Imperial/Infector Detector/Specification


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Infector Detector: Specifications

The system must be able to detect the presence of biofilms on urinary catheters by detection of AHL, at a minimum concentration of 5nM, and report with a visual signal within 3 hours. It must work within a temperature range of 20°-30°C, be portable and easy to use, have a shelf life of at least seven days, and must not be harmful or infectious.

System must be sensitive to AHL concentration between 5-50nM
System must give a visual signal if bacteria is present
Operating Conditions
System must operate within temperature 20-30°C
System must operate within pH range of 6-8
Health Regulations
System Must not be living replicating bacteria
Response Time
System needs to have a response time under 3 hour
System must have a shelf life of 7 days
System must be portable and convenient to use

Project Plan

The formation of biofilms in bacteria is a common phenomenon and is present in many opportunistic pathogens. The biofilm is composed of a series of polysaccharides and proteins, which binds together to form a large complex, adhering the bacteria together. The presence of biofilms act as a defensive barrier against the immune system, and also external anti-microbial agents. In order to coordinate the formation of a biofilm, the concentration of bacteria must be relatively large. To do this, many bacteria uses some form of quorum sensing to orchestrate the formation of a biofilm(reference 1).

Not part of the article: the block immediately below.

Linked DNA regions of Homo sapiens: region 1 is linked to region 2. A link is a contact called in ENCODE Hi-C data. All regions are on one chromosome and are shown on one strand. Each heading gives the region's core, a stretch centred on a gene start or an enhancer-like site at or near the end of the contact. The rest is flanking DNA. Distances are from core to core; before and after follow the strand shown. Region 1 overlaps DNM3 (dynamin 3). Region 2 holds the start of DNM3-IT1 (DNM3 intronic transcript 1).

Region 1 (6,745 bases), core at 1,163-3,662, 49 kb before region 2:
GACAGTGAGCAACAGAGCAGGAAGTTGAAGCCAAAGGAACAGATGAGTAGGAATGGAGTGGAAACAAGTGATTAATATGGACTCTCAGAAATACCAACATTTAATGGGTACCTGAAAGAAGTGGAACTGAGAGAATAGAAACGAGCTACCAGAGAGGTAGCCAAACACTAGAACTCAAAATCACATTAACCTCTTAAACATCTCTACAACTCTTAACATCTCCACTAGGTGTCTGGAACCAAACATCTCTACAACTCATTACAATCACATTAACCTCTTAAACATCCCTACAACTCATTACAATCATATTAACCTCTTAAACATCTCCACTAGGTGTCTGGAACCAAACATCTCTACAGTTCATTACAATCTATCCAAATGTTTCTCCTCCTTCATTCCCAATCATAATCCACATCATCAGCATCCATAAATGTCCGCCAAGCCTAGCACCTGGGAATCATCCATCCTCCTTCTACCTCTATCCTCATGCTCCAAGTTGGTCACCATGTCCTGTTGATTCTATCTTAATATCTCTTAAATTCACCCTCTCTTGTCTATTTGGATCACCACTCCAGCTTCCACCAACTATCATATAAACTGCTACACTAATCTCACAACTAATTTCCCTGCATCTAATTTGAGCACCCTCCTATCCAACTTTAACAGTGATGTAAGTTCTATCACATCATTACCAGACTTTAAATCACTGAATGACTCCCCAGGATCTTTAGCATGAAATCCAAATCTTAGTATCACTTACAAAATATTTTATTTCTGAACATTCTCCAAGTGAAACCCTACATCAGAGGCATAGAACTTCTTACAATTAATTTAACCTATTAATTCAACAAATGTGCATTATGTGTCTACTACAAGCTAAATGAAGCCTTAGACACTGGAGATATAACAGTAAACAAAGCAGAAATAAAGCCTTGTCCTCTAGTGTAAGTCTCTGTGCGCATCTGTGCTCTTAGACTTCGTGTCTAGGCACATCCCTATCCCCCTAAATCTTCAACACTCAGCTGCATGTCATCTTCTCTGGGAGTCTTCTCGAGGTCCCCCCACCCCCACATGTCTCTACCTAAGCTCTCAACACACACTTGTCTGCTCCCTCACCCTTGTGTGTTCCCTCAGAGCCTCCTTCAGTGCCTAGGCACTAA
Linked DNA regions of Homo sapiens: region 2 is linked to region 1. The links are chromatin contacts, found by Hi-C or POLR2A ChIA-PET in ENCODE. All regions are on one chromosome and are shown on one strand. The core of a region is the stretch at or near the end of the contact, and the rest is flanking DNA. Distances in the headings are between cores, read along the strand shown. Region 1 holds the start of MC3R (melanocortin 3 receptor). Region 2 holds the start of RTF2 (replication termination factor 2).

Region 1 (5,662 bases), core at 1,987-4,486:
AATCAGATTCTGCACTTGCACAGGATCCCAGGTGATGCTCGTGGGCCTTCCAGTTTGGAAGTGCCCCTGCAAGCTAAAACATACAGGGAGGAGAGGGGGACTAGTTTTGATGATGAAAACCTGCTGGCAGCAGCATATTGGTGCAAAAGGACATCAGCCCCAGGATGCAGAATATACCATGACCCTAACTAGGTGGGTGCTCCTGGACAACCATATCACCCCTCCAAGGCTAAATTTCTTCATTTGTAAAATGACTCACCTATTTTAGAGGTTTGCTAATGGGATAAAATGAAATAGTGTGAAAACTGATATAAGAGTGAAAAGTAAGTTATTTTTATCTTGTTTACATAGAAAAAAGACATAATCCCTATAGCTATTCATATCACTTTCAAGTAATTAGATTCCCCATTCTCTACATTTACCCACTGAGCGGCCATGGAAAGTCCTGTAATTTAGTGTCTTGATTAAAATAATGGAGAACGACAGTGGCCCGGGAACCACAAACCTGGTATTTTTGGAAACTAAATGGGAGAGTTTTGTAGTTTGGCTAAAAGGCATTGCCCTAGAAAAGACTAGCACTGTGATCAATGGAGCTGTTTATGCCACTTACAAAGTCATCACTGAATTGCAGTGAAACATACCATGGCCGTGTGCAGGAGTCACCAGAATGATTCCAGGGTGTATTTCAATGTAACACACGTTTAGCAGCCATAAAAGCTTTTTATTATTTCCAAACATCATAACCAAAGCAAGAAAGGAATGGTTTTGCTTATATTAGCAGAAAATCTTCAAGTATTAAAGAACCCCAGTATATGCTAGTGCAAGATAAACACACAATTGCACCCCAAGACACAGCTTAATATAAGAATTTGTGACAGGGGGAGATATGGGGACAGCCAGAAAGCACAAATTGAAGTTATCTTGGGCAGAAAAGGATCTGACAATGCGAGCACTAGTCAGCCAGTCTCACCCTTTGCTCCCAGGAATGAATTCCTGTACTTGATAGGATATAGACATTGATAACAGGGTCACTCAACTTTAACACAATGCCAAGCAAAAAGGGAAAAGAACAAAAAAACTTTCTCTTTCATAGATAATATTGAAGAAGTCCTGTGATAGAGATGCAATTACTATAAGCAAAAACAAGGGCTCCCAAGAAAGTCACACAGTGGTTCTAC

Many forms of quorum sensing components are used be bacteria. Some systems including the Lux (Las) system, encoded by the lux operon used in Escherichia bacteria. The lux system produces acyl-homoserine lactones (AHL), which is freely diffusible. Also the fsr system found in Enteroccous encodes for a signaling peptide, which is detected by a two component signaling system. Both systems are found to be active during biofilm formation, suggesting that quorum sensing is essential in biofilm formation.

For our project, we have decided to target the Lux system, since it is a better understood. Our device will detect the specific signaling molecule 3-oxohexanoyl-homoserine lactone (3OC6HSL). This molecule can be detected by the counterpart LuxR.

For future research, it is possible to attempt to use detectors in other quorum sensing systems, such as those found in Enteroccocus. Alternatively, other pathogen-secreted materials can be used to detect biofilms. Examples will include α-toxins found in Staphylococcus.